Of course the implementation and optimization of Swift varies between platforms. Taking advantage of kernel and other advancements on a particular OS is a given. However, this should not prevent deployment on some earlier versions of macOS.
I assume that Swift 5.8 will be deployed on Linux 20.04 and Windows 10, we won't need to ask our customers to update their Linux or Windows. But on macOS we will have to upgrade to macOS 14 and we will have to ask our customers to upgrade to macOS 14 as well.
It is desirable at some point to take a step forward at the OS level for multiple reasons. However, forcing our customers to update macOS every year to use the latest Swift features is very restrictive.
swift on linux and windows is like the wild west. you have a lot of freedom, and you can evolve faster because you are a pioneer and there is not a lot of existing support infrastructure. but that is also a drawback: there is not a lot of existing support infrastructure, so you have to do most things yourself.
swift on macOS is like the settled east. you don’t have as much freedom and you basically have to wait for the surrounding society to upgrade before you can advance. but you benefit from the settled and mature ecosystem of that world.
so “very restrictive” is very much point-of-view dependent. you could also argue that the lack of existing frameworks on linux (and windows especially) is also “very restrictive” in a different way.
Let's be very clear here. There are sometimes new features in Swift releases that can only be used when running on a new OS release on Apple platforms. There are also many new features in Swift releases that do not require a new OS release. It is not all-or-nothing and never has been.
The fact that Swift features are sometimes tied to the OS on Apple platforms is a fact of life. Swift being integrated into the OS is what enables Apple platforms to provide native Swift APIs in the OS. It is also what enables Apple to use Swift internally in the implementation of the OS. If Swift had no ability to achieve these things because it insisted on layering on top of the OS, it would never have been released; it would be a toy project with no investment from the company. This language exists because it is able to be tied to the OS.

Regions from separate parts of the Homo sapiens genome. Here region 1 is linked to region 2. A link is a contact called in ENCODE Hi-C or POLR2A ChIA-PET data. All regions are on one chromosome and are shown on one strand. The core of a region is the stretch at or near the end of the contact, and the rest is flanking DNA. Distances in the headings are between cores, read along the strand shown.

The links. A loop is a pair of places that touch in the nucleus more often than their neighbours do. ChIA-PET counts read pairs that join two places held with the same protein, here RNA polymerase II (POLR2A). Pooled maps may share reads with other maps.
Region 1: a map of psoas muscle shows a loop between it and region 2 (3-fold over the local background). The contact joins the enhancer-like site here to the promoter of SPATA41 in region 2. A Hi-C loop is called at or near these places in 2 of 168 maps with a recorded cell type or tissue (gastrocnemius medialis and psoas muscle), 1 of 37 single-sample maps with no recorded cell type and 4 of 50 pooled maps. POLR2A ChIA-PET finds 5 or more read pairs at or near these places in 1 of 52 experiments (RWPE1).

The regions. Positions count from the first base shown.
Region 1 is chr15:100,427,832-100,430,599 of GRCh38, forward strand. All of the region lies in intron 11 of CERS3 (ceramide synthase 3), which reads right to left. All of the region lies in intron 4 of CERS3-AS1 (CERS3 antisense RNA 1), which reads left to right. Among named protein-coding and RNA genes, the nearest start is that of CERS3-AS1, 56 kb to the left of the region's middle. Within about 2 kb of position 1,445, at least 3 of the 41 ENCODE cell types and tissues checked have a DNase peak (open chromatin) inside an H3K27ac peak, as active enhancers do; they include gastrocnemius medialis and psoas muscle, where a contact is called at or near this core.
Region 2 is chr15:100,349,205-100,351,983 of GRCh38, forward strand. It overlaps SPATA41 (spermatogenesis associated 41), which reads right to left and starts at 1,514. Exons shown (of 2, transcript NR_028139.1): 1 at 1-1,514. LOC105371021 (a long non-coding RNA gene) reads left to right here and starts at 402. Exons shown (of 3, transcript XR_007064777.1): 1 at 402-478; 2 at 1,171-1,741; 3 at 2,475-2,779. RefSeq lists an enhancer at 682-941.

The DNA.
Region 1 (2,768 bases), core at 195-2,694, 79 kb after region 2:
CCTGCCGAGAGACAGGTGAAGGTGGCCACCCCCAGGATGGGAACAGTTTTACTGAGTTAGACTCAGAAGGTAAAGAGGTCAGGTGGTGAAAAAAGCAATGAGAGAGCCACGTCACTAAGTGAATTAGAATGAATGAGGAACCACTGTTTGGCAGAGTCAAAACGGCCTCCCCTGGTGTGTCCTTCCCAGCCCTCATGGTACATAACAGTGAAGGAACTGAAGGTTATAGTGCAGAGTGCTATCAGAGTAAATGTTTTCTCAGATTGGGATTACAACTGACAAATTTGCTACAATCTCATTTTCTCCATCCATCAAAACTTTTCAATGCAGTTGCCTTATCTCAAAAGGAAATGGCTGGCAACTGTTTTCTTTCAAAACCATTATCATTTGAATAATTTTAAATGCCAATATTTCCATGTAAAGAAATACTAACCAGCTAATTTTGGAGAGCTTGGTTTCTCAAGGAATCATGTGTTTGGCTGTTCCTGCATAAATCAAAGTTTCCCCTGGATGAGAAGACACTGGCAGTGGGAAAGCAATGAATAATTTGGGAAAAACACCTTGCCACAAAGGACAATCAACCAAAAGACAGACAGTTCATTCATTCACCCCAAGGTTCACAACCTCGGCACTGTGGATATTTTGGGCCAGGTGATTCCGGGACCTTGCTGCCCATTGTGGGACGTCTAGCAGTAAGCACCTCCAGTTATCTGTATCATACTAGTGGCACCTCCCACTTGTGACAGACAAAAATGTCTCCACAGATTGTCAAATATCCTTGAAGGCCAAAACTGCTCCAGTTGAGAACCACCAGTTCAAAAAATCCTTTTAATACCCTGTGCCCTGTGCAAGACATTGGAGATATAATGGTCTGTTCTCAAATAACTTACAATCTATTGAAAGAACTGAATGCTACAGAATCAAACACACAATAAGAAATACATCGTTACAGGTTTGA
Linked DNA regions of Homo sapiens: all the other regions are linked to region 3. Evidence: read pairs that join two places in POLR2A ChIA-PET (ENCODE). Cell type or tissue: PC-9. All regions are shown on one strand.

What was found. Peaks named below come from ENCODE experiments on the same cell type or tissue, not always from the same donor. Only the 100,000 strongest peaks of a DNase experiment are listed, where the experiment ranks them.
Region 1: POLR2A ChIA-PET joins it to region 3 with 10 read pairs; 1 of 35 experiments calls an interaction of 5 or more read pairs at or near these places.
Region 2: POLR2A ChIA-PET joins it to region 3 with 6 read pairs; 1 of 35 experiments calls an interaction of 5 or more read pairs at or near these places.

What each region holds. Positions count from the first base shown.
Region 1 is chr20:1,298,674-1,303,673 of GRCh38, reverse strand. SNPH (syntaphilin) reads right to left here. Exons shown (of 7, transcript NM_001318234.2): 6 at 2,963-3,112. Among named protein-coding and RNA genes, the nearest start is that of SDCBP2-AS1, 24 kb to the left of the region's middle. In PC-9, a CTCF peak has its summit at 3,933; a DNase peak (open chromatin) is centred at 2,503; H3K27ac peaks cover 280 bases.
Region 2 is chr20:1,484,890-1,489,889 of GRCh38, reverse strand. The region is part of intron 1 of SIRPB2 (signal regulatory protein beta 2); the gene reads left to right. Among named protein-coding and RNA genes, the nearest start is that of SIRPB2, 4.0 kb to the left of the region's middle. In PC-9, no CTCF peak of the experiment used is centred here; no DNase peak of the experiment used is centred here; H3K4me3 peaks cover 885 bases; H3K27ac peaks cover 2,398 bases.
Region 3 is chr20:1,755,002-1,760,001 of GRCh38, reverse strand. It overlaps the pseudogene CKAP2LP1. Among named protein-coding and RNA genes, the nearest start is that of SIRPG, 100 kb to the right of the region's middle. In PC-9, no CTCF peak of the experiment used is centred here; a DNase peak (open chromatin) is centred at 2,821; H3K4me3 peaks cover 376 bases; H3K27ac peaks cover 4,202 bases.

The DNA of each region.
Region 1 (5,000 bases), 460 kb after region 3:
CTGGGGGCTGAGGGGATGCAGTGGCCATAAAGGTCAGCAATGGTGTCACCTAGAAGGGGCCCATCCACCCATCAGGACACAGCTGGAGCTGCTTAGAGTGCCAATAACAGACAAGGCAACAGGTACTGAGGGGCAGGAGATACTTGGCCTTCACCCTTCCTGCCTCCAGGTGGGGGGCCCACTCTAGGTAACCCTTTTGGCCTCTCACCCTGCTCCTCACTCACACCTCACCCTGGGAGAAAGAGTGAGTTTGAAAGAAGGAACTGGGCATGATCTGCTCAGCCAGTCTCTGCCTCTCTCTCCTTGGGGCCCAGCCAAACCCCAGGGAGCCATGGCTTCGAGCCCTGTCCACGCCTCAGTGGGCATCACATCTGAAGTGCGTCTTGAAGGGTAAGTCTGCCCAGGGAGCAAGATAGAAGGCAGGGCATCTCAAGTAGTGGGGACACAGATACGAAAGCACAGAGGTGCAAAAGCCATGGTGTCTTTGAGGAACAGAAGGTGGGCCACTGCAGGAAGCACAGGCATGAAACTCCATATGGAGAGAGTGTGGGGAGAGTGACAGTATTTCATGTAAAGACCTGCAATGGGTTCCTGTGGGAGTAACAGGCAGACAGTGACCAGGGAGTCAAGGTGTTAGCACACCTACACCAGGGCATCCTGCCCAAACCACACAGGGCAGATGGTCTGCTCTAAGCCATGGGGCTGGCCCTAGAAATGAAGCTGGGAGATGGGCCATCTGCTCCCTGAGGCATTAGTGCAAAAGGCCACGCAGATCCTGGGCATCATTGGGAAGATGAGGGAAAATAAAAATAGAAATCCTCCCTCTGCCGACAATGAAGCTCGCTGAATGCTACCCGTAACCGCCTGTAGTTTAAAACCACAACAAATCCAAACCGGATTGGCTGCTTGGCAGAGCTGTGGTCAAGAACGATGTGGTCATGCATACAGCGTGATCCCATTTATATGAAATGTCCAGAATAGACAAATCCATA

Being integrated into the OS does burden Swift development sometimes. Apple's development teams do try our best to make features available on earlier OSes, because we understand that features don't actually help you if you can't use them, and most code can't use features that only work on the latest OS. But that doesn't just happen automatically; it takes real engineering work, and that work comes with an opportunity cost because we don't actually have infinite resources. And sometimes the best trade-off is to focus on making the language better in other ways, with the understanding that eventually programmers will be able to roll their minimum target forward.
This conversation started in the context of a feature which we have been able to make work almost perfectly in back-deployment. The only restrictions are that you can't use these new types directly as generic arguments — you have to wrap them in a struct — and you can't dynamically cast to them. It is pretty easy to live within those restrictions and still make use of this feature. It took actual work to make that happen; for example, we had to figure out a way to diagnose the problematic uses so that programs didn't just fail to launch on old OSes with no explanation. It's taking ongoing work to make that happen; we actually just fixed a bug in it, where in some cases the compiler will do something that requires OS support when it doesn't technically need to. But we were happy to find a way to do it, because we knew that making this feature available to more people was going to be really valuable. So it's a little frustrating that, all of things, this is what's given rise to this all-or-nothing discussion.
As a slight generalization of that, it also allows older binaries to run with newer dependencies. The Swift runtime and system frameworks like UIKit are one example, but in e.g. an internal distribution scenario, a stable ABI also allows you to update a common dependency of multiple applications, such as a helper library. Nowadays shared third-party dependencies aren’t so common on the Mac (and have never been possible on iOS), but when ABI stability comes to other platforms like Linux and Windows, they can adopt this technique.